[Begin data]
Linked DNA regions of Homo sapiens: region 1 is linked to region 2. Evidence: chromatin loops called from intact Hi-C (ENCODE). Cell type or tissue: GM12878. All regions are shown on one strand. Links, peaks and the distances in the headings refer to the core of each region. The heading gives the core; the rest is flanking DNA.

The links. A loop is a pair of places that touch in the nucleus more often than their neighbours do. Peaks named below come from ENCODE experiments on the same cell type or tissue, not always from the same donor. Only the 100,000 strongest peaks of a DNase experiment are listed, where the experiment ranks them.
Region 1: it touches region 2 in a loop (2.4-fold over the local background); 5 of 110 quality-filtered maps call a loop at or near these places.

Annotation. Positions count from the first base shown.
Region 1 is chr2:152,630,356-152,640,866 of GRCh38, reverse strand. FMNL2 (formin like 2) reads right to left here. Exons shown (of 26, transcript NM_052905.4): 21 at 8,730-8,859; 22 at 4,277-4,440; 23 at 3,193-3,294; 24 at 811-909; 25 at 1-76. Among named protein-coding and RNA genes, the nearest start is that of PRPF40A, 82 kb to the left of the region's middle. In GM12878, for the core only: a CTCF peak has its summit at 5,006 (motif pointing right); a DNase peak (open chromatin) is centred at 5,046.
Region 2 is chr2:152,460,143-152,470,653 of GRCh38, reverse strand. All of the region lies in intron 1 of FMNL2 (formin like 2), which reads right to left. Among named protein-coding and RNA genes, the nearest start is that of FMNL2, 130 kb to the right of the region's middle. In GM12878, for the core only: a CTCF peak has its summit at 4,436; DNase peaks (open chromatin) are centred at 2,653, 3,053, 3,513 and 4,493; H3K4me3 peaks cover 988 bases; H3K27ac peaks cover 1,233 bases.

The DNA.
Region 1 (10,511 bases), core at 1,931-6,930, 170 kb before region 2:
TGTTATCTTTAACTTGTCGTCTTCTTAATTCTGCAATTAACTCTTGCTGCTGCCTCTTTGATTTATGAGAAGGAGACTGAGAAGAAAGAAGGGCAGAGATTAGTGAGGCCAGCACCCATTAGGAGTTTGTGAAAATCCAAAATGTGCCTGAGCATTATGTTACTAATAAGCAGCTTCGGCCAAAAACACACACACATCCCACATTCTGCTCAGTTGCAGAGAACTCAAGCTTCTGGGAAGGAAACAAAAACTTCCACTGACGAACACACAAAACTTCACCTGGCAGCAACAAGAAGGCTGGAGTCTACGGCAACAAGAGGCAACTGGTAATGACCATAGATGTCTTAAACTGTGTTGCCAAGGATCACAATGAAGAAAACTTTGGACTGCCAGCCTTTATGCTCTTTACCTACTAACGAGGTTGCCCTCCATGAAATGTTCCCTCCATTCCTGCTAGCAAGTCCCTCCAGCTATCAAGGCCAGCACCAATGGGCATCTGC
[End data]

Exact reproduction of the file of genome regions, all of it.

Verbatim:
Linked DNA regions of Homo sapiens: region 1 is linked to region 2. Evidence: chromatin loops called from intact Hi-C (ENCODE). Cell type or tissue: GM12878. All regions are shown on one strand. Links, peaks and the distances in the headings refer to the core of each region. The heading gives the core; the rest is flanking DNA.

The links. A loop is a pair of places that touch in the nucleus more often than their neighbours do. Peaks named below come from ENCODE experiments on the same cell type or tissue, not always from the same donor. Only the 100,000 strongest peaks of a DNase experiment are listed, where the experiment ranks them.
Region 1: it touches region 2 in a loop (2.4-fold over the local background); 5 of 110 quality-filtered maps call a loop at or near these places.

Annotation. Positions count from the first base shown.
Region 1 is chr2:152,630,356-152,640,866 of GRCh38, reverse strand. FMNL2 (formin like 2) reads right to left here. Exons shown (of 26, transcript NM_052905.4): 21 at 8,730-8,859; 22 at 4,277-4,440; 23 at 3,193-3,294; 24 at 811-909; 25 at 1-76. Among named protein-coding and RNA genes, the nearest start is that of PRPF40A, 82 kb to the left of the region's middle. In GM12878, for the core only: a CTCF peak has its summit at 5,006 (motif pointing right); a DNase peak (open chromatin) is centred at 5,046.
Region 2 is chr2:152,460,143-152,470,653 of GRCh38, reverse strand. All of the region lies in intron 1 of FMNL2 (formin like 2), which reads right to left. Among named protein-coding and RNA genes, the nearest start is that of FMNL2, 130 kb to the right of the region's middle. In GM12878, for the core only: a CTCF peak has its summit at 4,436; DNase peaks (open chromatin) are centred at 2,653, 3,053, 3,513 and 4,493; H3K4me3 peaks cover 988 bases; H3K27ac peaks cover 1,233 bases.

The DNA.
Region 1 (10,511 bases), core at 1,931-6,930, 170 kb before region 2:
TGTTATCTTTAACTTGTCGTCTTCTTAATTCTGCAATTAACTCTTGCTGCTGCCTCTTTGATTTATGAGAAGGAGACTGAGAAGAAAGAAGGGCAGAGATTAGTGAGGCCAGCACCCATTAGGAGTTTGTGAAAATCCAAAATGTGCCTGAGCATTATGTTACTAATAAGCAGCTTCGGCCAAAAACACACACACATCCCACATTCTGCTCAGTTGCAGAGAACTCAAGCTTCTGGGAAGGAAACAAAAACTTCCACTGACGAACACACAAAACTTCACCTGGCAGCAACAAGAAGGCTGGAGTCTACGGCAACAAGAGGCAACTGGTAATGACCATAGATGTCTTAAACTGTGTTGCCAAGGATCACAATGAAGAAAACTTTGGACTGCCAGCCTTTATGCTCTTTACCTACTAACGAGGTTGCCCTCCATGAAATGTTCCCTCCATTCCTGCTAGCAAGTCCCTCCAGCTATCAAGGCCAGCACCAATGGGCATCTGC